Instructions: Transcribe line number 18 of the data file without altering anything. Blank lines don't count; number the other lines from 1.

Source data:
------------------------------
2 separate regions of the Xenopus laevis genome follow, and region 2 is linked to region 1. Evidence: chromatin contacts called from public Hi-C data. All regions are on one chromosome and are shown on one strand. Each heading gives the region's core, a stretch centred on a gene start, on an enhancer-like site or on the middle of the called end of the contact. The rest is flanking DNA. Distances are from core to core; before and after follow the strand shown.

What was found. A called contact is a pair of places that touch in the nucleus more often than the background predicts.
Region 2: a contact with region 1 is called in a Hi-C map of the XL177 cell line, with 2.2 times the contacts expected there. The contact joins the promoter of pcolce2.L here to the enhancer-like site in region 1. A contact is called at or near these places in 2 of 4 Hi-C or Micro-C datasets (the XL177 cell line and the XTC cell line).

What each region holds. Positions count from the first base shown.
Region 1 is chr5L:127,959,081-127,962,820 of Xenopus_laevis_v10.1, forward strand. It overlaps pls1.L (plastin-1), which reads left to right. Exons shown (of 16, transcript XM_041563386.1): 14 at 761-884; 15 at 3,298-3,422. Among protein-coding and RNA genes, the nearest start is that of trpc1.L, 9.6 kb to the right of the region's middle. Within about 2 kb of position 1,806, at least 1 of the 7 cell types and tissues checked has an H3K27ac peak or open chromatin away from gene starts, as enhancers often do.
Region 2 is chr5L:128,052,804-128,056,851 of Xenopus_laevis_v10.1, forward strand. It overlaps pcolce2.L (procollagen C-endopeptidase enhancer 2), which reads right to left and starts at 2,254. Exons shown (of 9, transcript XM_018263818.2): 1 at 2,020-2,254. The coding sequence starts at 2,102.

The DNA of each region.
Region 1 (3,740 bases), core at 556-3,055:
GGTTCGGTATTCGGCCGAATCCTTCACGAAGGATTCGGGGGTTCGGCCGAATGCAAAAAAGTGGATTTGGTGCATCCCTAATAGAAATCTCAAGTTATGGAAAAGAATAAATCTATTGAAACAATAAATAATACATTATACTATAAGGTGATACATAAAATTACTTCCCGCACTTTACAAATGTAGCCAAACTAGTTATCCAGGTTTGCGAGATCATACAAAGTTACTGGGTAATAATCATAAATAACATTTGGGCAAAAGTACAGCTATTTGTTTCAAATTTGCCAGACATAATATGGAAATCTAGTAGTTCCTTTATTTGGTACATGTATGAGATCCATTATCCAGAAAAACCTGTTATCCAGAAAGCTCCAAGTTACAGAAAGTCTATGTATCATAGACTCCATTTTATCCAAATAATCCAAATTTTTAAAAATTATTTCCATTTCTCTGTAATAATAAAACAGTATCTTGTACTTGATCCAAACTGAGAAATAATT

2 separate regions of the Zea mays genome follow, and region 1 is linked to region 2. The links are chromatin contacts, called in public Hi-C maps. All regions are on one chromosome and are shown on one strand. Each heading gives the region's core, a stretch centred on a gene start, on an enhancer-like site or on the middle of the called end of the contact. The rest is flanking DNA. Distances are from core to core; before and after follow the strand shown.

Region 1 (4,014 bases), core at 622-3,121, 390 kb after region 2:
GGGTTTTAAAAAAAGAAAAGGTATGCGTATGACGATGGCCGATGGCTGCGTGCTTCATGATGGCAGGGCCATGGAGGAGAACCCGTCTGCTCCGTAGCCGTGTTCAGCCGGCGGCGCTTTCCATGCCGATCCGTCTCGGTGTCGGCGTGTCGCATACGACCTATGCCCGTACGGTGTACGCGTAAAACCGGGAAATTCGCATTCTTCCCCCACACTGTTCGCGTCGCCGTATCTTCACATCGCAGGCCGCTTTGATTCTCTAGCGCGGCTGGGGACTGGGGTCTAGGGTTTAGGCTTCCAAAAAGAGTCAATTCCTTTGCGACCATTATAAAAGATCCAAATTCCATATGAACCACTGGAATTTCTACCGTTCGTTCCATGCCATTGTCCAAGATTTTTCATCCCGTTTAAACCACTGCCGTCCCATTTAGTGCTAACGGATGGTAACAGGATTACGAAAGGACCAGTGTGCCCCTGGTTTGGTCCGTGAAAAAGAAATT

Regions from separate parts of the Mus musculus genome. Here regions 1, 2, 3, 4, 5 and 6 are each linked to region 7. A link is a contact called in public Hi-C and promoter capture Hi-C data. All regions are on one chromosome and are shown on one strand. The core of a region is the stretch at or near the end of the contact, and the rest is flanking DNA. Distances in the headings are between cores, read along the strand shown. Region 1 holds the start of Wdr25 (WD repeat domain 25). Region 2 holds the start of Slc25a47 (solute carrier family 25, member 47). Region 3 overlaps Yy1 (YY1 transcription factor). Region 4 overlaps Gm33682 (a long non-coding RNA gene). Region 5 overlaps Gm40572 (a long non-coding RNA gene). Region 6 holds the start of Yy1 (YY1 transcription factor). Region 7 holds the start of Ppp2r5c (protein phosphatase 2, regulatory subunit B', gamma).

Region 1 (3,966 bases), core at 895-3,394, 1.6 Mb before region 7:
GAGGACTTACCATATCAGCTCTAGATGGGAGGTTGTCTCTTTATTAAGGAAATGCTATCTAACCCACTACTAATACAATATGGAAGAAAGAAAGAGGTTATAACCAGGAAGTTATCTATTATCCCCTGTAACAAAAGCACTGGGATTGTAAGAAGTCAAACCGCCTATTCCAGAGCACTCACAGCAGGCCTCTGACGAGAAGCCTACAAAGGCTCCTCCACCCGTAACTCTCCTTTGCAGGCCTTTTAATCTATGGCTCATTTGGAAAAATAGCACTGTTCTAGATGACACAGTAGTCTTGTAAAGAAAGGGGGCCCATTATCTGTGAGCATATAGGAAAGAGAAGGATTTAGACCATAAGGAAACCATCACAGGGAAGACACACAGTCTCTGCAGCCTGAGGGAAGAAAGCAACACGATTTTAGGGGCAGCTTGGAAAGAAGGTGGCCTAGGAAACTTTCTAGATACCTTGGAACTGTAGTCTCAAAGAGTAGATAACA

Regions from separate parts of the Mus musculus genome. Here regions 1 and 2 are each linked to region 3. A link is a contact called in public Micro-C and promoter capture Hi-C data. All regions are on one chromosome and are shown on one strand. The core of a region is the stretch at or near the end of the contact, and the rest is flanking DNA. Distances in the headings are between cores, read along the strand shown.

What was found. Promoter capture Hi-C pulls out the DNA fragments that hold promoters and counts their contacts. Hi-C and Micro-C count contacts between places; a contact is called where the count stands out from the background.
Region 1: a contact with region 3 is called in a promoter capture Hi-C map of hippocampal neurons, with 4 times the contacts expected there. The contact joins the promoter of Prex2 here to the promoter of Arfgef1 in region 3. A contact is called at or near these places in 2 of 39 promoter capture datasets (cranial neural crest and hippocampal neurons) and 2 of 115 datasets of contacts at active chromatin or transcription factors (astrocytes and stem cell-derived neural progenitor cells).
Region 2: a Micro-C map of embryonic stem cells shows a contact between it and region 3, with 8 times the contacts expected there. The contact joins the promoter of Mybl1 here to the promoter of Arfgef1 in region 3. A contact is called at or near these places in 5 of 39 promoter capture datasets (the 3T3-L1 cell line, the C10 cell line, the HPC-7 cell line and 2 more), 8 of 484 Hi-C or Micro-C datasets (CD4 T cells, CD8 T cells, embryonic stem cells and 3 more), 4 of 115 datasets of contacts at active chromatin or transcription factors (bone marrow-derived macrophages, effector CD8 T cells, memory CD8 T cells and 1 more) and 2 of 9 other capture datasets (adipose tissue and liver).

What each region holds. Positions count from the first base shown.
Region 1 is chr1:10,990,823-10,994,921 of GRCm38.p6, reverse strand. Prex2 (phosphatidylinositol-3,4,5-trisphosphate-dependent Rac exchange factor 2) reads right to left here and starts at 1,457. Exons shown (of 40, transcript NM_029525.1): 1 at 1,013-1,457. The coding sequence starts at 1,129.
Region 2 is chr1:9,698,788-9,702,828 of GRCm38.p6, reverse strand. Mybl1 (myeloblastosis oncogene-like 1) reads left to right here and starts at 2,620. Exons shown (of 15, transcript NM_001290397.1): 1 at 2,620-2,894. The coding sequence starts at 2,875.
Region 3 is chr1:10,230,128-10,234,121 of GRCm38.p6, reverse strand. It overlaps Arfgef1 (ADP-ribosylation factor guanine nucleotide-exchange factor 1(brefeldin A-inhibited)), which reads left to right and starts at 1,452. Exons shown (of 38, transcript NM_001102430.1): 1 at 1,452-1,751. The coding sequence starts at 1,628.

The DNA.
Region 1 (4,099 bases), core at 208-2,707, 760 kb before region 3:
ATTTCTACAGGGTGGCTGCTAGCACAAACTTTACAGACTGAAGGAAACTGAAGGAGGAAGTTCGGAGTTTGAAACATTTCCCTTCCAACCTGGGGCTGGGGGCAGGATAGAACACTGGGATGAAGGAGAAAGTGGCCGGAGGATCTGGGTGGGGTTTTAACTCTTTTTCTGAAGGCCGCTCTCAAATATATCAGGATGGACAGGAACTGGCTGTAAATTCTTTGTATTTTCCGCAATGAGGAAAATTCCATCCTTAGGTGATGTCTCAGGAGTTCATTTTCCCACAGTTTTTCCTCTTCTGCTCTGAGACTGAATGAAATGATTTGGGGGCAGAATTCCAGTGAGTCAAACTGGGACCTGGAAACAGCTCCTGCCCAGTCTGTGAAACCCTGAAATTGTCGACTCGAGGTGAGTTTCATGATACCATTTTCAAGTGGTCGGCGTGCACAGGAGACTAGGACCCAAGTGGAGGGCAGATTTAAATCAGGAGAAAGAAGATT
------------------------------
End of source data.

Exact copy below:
Region 1: a contact with region 3 is called in a promoter capture Hi-C map of hippocampal neurons, with 4 times the contacts expected there. The contact joins the promoter of Prex2 here to the promoter of Arfgef1 in region 3. A contact is called at or near these places in 2 of 39 promoter capture datasets (cranial neural crest and hippocampal neurons) and 2 of 115 datasets of contacts at active chromatin or transcription factors (astrocytes and stem cell-derived neural progenitor cells).